Those who have scale can start with Step 1 to build strong momentum in a broader market. But for others, there’s actually an opportunity to solve for customer engagement and context first. The underlying enabler will still be technology but they can first focus on creating models of customer and community engagement. These models will then demand various building blocks. And based on these we can then properly utilize and structure the core, if at all we can call it that in the future.

For those out there who are helping their organizations or clients think through these issues, please feel free to get in touch. I’d love to interview you for an upcoming series on best practices. As usual, most of the thought process in this post is based on the 5 principles from my book Dancing The Digital Tune, which are now being extended in my upcoming book – Connected! – How #platforms of today will become apps of tomorrow.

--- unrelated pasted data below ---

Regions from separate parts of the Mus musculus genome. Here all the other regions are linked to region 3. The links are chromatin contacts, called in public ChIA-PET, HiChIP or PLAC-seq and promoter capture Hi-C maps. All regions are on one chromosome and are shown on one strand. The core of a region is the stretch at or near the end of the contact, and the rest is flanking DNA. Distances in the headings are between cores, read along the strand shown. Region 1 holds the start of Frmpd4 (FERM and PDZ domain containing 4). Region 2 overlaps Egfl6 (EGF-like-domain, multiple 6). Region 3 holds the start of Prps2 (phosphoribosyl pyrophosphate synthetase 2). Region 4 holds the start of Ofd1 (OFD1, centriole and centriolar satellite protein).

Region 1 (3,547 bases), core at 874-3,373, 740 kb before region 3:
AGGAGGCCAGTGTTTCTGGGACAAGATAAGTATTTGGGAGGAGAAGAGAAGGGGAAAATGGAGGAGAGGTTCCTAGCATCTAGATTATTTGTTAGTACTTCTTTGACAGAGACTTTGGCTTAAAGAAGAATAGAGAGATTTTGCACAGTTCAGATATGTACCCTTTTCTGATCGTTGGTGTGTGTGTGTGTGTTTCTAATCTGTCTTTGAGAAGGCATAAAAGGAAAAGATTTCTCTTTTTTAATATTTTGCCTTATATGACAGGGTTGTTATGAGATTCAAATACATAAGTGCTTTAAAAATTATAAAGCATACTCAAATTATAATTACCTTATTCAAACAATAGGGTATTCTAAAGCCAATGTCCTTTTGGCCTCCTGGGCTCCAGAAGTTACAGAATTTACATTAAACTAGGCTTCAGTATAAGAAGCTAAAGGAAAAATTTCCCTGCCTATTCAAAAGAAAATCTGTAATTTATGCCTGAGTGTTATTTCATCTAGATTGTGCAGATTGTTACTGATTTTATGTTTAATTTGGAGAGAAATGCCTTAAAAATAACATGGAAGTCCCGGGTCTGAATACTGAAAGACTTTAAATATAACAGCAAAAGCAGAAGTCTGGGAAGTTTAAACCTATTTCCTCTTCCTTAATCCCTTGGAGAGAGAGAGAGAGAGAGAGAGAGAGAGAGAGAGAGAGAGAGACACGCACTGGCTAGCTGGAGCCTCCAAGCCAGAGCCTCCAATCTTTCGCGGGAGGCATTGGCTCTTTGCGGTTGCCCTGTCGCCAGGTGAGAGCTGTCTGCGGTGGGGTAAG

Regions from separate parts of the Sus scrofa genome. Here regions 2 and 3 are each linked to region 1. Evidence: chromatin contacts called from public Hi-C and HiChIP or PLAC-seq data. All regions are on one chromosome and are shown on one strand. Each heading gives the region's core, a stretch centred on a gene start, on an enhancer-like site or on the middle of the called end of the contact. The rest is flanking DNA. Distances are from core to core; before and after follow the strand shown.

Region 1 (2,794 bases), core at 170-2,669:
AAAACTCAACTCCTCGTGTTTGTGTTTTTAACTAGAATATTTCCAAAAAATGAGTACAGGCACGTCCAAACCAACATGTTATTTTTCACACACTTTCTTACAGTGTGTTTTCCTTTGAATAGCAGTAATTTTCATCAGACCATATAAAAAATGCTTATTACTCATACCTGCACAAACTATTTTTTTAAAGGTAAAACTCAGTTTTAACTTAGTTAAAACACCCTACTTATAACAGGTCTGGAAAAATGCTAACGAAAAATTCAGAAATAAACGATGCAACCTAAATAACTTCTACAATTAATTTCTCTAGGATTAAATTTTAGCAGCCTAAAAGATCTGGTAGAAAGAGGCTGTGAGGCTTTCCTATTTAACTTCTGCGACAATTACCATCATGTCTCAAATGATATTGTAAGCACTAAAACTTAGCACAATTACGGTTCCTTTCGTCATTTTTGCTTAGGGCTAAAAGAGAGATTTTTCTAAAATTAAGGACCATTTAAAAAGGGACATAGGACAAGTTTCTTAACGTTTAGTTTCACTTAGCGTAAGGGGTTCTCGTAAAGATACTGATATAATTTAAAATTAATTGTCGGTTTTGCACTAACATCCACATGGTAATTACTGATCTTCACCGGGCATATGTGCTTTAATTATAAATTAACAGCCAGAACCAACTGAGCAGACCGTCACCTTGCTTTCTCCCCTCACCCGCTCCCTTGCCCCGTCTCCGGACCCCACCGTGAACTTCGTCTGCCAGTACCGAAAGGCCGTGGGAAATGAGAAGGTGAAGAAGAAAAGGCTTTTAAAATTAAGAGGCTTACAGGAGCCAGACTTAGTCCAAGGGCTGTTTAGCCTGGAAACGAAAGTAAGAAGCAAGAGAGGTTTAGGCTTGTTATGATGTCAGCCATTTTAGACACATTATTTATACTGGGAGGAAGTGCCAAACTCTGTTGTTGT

Referenced links:

Appreciate your comments!

 

PayPal, Visa and MasterCard Collaborate – For Now.

In a turn of events that demonstrates how rapidly the financial payments market is evolving, Visa and MasterCard have both entered into separate deals with PayPal. (ref 1 and 2 below)

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Image courtesy

It was puzzling. Didn’t PayPal already accept both Visa and MasterCard? Yes it did, but the growth of PayPal (and now Stripe), also posed a very real risk of dis-intermediation of the card networks we both love and hate (depending on if you’re a consumer or merchant). PayPal had been promoting the use of direct bank transfers (ACH) to users by encouraging them to enroll their bank accounts for payments. That meant that while it allowed free payment transfers to friends and family, it also saved on fees when the same source of funds was used to pay merchants.